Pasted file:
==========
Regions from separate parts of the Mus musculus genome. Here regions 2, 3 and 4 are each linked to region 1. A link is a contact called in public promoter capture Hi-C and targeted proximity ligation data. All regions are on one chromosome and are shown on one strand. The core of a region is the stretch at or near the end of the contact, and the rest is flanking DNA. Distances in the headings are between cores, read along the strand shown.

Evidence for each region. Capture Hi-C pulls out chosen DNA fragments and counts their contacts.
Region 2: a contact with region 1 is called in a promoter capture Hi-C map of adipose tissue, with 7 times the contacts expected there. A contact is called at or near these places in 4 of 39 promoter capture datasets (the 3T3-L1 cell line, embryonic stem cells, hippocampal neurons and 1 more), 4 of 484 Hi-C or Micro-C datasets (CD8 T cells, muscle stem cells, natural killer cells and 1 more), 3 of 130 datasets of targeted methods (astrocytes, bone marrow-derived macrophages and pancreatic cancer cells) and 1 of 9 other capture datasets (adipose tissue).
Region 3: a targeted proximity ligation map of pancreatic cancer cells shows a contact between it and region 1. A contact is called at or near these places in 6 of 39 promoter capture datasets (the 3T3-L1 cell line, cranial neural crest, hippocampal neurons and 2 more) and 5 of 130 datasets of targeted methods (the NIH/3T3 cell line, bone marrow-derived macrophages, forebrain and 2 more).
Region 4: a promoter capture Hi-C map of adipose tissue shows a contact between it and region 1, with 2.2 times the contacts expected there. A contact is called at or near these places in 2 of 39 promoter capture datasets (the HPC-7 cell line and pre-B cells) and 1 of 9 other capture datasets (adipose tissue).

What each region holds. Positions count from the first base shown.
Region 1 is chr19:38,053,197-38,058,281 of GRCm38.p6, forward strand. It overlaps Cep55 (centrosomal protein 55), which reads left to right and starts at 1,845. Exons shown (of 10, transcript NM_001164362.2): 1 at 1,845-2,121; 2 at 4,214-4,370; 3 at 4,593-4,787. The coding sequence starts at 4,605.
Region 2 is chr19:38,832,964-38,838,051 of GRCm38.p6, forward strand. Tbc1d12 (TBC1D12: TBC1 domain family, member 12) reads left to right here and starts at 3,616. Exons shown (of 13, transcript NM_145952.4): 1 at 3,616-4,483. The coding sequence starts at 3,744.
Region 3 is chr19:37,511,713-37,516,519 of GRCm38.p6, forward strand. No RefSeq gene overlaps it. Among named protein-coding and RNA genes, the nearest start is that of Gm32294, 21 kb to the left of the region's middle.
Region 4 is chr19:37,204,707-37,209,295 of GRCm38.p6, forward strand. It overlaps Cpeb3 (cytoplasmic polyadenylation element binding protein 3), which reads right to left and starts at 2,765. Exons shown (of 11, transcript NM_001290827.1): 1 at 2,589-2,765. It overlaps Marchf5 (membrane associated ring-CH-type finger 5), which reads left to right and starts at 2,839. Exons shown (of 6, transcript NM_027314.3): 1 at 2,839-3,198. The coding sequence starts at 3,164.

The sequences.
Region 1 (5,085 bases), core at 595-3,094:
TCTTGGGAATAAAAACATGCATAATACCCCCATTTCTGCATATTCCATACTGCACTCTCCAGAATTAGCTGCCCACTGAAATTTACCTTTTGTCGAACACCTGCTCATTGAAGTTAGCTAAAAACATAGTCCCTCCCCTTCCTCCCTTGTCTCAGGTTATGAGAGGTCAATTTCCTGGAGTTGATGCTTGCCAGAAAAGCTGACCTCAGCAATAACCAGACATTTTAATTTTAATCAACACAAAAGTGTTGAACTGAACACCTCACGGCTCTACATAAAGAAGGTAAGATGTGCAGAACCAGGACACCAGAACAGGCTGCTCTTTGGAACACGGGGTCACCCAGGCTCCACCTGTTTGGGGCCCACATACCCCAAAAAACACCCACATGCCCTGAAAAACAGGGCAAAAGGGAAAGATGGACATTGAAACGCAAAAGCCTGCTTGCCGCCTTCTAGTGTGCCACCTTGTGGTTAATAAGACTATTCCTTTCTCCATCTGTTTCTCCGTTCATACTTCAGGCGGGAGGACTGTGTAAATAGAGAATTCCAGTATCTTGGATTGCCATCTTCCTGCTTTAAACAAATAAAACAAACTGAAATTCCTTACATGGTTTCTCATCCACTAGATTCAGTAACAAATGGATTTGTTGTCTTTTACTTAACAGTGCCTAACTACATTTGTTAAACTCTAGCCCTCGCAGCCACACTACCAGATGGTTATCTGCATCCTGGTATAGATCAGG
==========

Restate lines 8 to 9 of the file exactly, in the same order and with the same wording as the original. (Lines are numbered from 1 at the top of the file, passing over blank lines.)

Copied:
Region 2 is chr19:38,832,964-38,838,051 of GRCm38.p6, forward strand. Tbc1d12 (TBC1D12: TBC1 domain family, member 12) reads left to right here and starts at 3,616. Exons shown (of 13, transcript NM_145952.4): 1 at 3,616-4,483. The coding sequence starts at 3,744.
Region 3 is chr19:37,511,713-37,516,519 of GRCm38.p6, forward strand. No RefSeq gene overlaps it. Among named protein-coding and RNA genes, the nearest start is that of Gm32294, 21 kb to the left of the region's middle.